Microsoft Backs Off On ‘Always Online,’ Used Game Restrictions, But Is it Enough?

Since last week’s terrible E3 showing, Microsoft has been widely criticized for a) requiring users of the Xbox One to be online at least once every 24 hours in order to play games, b) placing heavy restrictions on Xbox One used game sales, and c) pricing the Xbox One at $499 ($100 higher than Sony’s PlayStation 4).

Well, now the firm has announced it will do away with problems a) and b). But it would appear the Xbox One will still be $100 more than the PS4. So, has the company gone far enough or will gamers remain wary of Microsoft moving forward?

Photo via neogaf.com

Photo via neogaf.com

Microsoft’s President of Interactive Entertainment Business, Don Mattrick, made the announcement yesterday afternoon via the Xbox.com website. It’s clear Mattrick and his team are responding to gamer outrage after Microsoft’s disastrous E3 showing.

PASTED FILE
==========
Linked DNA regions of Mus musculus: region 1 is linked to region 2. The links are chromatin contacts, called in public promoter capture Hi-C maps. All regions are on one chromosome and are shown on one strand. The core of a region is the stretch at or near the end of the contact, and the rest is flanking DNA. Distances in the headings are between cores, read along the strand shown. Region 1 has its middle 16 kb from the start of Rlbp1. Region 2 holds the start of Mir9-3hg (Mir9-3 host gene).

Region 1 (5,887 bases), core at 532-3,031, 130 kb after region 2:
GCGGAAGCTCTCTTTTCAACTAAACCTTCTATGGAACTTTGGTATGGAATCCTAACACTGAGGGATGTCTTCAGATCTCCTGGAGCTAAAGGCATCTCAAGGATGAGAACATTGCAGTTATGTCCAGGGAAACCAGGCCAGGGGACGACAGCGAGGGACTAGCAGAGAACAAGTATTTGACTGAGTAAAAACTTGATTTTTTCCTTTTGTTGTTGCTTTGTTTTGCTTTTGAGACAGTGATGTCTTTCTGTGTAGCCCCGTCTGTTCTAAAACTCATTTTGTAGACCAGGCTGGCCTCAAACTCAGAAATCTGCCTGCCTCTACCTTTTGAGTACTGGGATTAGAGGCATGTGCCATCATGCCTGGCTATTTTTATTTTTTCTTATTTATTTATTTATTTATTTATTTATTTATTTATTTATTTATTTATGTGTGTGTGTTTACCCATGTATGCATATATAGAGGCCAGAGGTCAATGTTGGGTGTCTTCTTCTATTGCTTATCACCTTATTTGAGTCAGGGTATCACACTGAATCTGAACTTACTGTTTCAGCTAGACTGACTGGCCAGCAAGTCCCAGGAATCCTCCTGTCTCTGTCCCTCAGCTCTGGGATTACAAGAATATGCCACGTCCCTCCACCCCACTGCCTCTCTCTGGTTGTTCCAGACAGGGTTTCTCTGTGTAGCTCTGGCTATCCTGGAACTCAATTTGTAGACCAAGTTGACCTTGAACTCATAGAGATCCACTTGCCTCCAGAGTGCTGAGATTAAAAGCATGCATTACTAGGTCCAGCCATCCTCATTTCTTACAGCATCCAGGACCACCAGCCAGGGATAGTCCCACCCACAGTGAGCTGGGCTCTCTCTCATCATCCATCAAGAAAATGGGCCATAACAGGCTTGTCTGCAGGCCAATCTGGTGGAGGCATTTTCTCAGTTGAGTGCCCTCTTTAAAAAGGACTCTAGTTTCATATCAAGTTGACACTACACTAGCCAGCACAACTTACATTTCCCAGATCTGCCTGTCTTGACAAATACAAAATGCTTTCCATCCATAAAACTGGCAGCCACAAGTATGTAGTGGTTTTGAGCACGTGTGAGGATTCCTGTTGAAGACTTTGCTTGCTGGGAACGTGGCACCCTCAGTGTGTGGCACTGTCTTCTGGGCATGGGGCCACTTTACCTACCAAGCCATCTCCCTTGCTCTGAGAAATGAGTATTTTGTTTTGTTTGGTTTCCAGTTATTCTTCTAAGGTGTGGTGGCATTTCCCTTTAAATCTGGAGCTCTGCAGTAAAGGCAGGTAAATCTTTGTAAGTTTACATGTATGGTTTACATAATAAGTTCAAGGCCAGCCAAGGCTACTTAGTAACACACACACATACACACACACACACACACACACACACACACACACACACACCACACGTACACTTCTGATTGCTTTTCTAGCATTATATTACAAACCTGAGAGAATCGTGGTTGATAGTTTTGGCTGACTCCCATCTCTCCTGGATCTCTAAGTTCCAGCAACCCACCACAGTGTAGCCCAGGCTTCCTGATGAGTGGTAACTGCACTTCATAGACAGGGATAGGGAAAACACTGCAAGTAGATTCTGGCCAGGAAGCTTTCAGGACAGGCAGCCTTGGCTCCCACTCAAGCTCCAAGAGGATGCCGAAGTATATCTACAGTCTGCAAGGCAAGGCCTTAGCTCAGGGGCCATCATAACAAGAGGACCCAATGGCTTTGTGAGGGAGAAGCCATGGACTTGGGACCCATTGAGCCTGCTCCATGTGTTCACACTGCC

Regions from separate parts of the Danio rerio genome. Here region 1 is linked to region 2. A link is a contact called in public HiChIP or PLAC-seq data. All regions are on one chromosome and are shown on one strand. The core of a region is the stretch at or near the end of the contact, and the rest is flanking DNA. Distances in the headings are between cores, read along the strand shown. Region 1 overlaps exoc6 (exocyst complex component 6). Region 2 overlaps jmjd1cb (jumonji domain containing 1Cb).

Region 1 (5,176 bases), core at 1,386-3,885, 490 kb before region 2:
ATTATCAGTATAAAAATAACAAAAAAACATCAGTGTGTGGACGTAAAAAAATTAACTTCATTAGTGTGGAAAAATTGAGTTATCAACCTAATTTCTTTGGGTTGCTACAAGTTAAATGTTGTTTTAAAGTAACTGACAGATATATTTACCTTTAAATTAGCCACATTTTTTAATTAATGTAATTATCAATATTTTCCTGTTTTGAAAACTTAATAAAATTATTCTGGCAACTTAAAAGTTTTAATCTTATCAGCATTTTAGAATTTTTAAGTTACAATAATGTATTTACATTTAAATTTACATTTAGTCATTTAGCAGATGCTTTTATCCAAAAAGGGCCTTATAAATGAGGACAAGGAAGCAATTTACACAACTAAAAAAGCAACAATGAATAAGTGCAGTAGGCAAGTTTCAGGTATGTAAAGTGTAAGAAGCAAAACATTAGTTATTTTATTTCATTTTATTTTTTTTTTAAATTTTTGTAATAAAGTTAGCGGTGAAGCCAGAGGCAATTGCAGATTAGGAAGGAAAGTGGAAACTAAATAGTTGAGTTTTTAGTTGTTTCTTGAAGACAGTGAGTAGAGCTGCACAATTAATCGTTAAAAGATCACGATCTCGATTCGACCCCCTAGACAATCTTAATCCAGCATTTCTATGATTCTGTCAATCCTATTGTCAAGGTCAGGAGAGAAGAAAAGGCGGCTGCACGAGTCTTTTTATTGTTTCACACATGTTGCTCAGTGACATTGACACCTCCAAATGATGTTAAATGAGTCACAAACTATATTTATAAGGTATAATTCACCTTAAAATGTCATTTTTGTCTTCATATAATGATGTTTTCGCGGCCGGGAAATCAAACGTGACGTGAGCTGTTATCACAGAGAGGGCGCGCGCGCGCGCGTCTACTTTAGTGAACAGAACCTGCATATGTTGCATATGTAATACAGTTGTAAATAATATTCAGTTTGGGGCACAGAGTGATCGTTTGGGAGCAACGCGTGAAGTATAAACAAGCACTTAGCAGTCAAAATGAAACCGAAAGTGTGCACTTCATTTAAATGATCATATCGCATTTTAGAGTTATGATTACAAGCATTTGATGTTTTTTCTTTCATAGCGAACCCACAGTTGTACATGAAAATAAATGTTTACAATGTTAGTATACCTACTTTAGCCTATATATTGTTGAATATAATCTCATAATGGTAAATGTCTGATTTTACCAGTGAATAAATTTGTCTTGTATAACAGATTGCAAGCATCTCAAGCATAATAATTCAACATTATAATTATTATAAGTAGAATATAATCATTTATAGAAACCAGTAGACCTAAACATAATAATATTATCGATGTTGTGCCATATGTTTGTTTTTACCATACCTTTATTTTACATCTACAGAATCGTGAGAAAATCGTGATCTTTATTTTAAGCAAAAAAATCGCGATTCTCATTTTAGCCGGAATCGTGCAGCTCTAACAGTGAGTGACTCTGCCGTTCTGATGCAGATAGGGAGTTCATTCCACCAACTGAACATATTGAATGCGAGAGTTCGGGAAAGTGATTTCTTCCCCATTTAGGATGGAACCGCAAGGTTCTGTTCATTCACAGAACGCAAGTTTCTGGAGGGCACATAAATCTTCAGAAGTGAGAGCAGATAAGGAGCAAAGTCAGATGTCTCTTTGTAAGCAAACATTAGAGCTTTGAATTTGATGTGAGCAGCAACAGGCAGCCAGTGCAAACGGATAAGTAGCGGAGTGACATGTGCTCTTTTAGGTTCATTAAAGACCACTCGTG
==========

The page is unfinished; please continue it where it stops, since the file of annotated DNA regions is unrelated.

“Since unveiling our plans for Xbox One, my team and I have heard directly from many of you, read your comments and listened to your feedback,” Mattrick says.

“You told us how much you loved the flexibility you have today with games delivered on disc. The ability to lend, share, and resell these games at your discretion is of incredible importance to you. Also important to you is the freedom to play offline, for any length of time, anywhere in the world.”

Mattrick then goes on to announce that an “internet connection will not be required to play offline Xbox One games,” and that gamers will be free to “trade-in, lend, resell, gift, and rent disc based games just like you do today.”

Mattrick concludes by thanking gamers for their “passion, support and willingness to challenge the assumptions of digital licensing and connectivity.”

At this point we’re left with two big questions. First, are gamers willing to pay $100 more for the Xbox One than the PlayStation 4? Cutting out the mandatory purchase of the Kinect peripheral could bring the Xbox One price down to $399.

Second, after this turbulent week, do gamers trust Microsoft enough to invest $499 in their console?

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